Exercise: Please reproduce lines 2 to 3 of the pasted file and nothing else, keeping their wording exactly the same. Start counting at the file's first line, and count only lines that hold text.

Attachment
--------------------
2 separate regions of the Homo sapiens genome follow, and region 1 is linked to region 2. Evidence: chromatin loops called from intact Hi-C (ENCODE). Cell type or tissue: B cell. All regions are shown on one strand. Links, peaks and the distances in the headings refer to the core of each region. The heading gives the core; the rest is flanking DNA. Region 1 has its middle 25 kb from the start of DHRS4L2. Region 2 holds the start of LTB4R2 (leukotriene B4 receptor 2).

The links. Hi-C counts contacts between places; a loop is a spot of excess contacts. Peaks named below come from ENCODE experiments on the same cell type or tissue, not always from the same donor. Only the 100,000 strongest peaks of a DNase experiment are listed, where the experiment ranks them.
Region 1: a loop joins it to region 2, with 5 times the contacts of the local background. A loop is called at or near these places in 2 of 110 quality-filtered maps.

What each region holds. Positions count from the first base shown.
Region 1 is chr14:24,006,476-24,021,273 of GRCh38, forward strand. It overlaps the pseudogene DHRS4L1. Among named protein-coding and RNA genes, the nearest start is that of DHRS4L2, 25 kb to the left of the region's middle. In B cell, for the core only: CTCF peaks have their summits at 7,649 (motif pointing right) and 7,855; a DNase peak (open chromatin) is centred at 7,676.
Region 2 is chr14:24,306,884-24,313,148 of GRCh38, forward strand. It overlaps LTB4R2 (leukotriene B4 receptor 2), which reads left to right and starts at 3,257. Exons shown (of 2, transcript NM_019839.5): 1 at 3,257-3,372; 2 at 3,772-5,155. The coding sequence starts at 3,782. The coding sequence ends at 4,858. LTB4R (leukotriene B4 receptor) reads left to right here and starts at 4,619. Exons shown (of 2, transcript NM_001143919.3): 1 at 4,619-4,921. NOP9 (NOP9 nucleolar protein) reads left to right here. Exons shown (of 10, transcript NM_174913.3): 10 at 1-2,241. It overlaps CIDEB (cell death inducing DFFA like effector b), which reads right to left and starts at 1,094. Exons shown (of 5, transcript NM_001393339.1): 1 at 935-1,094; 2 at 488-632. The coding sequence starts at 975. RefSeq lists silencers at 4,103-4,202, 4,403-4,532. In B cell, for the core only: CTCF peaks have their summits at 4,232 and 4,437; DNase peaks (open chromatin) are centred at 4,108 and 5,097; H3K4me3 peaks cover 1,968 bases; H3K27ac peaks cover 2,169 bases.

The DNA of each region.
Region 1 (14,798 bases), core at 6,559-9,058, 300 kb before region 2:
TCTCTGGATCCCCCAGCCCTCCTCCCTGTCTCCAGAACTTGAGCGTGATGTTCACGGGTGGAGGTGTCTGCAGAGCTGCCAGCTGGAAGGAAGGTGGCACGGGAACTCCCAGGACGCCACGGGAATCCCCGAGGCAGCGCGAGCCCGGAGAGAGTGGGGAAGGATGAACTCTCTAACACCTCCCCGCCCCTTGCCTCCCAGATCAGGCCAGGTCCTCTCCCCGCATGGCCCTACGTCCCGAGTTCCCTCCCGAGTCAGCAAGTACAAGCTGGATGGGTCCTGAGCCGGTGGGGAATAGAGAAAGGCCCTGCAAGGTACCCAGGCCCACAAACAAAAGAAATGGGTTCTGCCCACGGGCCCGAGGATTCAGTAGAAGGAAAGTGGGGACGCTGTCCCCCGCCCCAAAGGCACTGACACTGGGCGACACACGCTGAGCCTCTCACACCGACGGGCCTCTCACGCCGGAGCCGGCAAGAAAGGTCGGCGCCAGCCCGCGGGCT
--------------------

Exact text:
The links. Hi-C counts contacts between places; a loop is a spot of excess contacts. Peaks named below come from ENCODE experiments on the same cell type or tissue, not always from the same donor. Only the 100,000 strongest peaks of a DNase experiment are listed, where the experiment ranks them.
Region 1: a loop joins it to region 2, with 5 times the contacts of the local background. A loop is called at or near these places in 2 of 110 quality-filtered maps.